The custody arrangement I grew up with was the school year with my mom, and every other weekend plus the summer with my dad. As any child of divorce knows, this process is akin to visiting a foreign country - there are new laws, varying customs, and all the people in charge have different names.
My dad was remarried, my brothers lived with him, and he had a house with a yard; my mom remained single, my sister lived with her, and we lived in an apartment. My dad was convivial, my mom melancholy; my dad liked to go out, my mom was a homebody.
The biggest difference, however, was food.
My mom tried to cook. Really, she did. She got better - we still ask her to make her pork chops - but that was after. When I was a kid, I'd watch her fix too-dry oven steak, or soup from a packet, or McCormick chili; one time she just said "Fuck it" and poured a can of black beans on top of Doritos. Eating was nourishment, end of line.
At my dad's house, eating was an event; in fact, eating was the event. Dinner was my dad's Mass, and the store his Church; on Sunday we'd go to Sam's Club, taking the communion of vendors on holy toothpicks. I was a bulk retail altar boy, ferrying additional samples to him with steps as sure as any crucifer.
The man loved to cook, and he could cook well: chili, steak, ham, bean soup, roast. It was cosmically unfair to my mom that he made the same things she did.
Cooking wasn't a idle hobby he picked up, either - despite being the middle of his two brothers, he was the one who kept house when the adults were away. My grandfather was a long haul truck driver who took his wife with him, so they were gone most of the time.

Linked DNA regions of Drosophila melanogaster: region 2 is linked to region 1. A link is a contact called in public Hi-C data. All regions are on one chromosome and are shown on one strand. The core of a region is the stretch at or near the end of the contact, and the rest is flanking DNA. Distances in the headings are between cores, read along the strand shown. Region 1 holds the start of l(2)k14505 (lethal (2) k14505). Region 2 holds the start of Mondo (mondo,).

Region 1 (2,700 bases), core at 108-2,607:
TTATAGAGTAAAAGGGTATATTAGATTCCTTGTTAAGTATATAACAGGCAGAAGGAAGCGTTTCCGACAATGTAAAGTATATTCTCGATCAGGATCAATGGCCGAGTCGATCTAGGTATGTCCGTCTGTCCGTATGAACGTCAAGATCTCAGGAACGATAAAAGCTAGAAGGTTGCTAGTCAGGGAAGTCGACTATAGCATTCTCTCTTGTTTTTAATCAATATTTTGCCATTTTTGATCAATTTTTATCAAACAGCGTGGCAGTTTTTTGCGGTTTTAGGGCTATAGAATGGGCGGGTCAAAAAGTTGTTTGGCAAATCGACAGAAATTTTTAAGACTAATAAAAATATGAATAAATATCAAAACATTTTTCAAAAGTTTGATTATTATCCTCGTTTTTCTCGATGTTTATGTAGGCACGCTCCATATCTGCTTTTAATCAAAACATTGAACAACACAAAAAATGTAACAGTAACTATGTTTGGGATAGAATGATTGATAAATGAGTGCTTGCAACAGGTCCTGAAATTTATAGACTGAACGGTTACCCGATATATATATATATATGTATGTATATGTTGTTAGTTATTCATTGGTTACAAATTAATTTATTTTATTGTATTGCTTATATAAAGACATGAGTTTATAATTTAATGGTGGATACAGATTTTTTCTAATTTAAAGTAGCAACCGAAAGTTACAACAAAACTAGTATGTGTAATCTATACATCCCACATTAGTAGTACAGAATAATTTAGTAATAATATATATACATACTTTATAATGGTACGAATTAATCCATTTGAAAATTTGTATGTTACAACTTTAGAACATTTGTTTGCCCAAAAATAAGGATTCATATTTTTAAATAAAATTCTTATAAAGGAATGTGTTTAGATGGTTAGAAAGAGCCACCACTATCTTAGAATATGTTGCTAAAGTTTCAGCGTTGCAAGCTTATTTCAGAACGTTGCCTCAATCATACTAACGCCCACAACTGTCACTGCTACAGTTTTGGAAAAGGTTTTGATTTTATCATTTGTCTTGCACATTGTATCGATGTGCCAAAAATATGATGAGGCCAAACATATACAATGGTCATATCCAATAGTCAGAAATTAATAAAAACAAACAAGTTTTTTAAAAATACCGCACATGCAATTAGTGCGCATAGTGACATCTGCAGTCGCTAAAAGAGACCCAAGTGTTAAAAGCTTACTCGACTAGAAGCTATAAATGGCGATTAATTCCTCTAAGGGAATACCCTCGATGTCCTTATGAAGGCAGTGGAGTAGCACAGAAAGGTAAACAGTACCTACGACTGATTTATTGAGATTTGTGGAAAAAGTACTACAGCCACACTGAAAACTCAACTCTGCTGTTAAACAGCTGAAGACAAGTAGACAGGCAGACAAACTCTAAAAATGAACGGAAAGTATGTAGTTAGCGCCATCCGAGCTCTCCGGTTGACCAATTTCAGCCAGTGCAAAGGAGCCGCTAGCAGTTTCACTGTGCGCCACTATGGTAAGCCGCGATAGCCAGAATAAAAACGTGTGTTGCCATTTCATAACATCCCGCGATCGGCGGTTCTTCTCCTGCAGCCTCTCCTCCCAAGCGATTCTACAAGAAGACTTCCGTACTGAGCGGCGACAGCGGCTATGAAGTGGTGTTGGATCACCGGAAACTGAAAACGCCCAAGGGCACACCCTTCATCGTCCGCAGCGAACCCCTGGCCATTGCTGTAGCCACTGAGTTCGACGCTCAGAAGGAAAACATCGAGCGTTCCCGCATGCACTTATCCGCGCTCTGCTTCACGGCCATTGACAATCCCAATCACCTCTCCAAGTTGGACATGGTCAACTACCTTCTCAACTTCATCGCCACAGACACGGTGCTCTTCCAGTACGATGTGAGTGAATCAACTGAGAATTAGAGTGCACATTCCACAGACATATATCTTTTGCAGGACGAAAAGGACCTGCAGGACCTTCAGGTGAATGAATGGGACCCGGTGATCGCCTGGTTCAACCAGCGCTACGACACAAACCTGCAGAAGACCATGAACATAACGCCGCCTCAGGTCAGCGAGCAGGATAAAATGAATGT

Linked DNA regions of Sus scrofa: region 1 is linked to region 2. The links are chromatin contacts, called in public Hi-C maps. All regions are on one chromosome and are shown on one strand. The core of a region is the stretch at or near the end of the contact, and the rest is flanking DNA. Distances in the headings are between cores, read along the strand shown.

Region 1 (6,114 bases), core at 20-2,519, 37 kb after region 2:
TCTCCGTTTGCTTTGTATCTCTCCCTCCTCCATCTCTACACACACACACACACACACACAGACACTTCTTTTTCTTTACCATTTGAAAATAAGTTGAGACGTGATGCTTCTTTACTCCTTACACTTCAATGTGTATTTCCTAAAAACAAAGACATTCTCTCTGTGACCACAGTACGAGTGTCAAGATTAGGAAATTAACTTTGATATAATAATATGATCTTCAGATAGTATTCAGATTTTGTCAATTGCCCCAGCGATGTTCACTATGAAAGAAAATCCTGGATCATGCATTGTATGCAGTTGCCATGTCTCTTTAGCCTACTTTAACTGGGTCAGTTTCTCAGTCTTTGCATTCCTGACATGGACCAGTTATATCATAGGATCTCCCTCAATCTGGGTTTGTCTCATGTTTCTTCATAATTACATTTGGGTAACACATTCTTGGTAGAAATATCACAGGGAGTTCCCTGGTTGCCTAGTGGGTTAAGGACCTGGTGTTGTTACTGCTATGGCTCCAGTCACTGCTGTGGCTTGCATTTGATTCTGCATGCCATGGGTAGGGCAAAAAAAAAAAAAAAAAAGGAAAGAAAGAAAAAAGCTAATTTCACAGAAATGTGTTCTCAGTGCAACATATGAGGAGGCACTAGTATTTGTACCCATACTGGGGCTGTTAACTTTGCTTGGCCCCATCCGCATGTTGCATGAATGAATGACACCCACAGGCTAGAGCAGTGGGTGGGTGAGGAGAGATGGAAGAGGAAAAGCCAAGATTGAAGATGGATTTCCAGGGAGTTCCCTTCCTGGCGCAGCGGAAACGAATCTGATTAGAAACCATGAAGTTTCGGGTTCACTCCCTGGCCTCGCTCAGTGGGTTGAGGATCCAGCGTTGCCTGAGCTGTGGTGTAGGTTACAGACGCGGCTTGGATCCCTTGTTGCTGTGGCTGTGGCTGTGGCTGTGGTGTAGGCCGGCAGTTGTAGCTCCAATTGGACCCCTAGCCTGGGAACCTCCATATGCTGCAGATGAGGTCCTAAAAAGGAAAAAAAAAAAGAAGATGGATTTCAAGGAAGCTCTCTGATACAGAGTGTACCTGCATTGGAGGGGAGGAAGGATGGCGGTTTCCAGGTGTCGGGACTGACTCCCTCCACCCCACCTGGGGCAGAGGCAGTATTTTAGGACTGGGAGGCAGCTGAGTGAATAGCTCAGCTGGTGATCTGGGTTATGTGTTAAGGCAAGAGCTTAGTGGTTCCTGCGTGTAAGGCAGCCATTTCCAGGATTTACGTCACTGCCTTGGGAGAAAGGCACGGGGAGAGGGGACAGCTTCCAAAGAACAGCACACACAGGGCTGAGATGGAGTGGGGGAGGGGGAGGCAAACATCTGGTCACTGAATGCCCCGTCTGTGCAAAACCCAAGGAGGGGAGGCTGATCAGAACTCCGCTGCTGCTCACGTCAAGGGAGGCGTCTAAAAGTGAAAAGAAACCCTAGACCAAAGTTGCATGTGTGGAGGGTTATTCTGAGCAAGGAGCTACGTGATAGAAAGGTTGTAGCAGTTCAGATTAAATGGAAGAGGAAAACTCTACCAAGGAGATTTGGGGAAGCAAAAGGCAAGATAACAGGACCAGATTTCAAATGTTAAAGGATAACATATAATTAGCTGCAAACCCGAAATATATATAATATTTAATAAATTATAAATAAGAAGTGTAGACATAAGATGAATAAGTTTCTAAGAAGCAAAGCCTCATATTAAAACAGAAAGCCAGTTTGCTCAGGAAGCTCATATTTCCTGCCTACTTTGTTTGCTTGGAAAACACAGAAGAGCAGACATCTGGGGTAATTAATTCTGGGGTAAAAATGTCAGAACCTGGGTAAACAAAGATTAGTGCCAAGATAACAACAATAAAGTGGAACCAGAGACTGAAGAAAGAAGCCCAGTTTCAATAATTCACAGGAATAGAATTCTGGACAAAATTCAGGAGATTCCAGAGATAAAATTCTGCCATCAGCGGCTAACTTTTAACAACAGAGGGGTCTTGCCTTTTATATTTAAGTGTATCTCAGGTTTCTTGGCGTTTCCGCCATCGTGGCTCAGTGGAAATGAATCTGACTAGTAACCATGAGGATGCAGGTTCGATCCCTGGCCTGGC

On the farm, there were times of scarcity. My dad remembers trying to stretch a few ingredients to make a full meal for his brothers, and occasionally going to bed hungry so they'd have something to eat.
This had a profound affect on him, even after the family moved to the city. My dad started his own business, which he worked to make successful. As money began to flow in, he vowed, "I'll never eat poor again, and my kids sure as hell won't."
What this meant for us was that we could eat anything we wanted; literally anything.
If we wanted him to make his country style green beans, with ham hocks, or jowl bacon, he would; if we wanted Alaskan king crab legs, we'd have them; if we wanted filet mignon, it was ours.
He'd send my stepmom to three, four different restaurants so we could all have the exact dinner we wanted. Between the ages of six and sixteen, I ate better at his house than most adults do in their entire lives; taking the long view, I ate better than most adults have in the history of civilization.
Over the last decade, I've been steadily trying to forget all that; I don't have the money my dad did, and probably never will. I'd eat myself into poverty if I tried to keep up.
...but sometimes, I still get cravings.
One day, I wanted Thai food; specifically, I wanted Pad Thai, chicken, hot. It was nothing we ever ate as kids, but as an adult I love ethnic food. I fought the craving that day, and the next one, and then for almost a week. I was already over my restaurant budget for January, but my stomach didn't care. Every meal was bargain basement leavings compared to my imagined Pad Thai, chicken, hot.
My resolve crumbled at the worst possible time.
That night, my city received a record snowfall, and the municipal government lacked the money to salt the roads, or even plow them. Every thoroughfare had the consistency of pudding, with ice underneath. It was well below freezing, with a negative wind chill.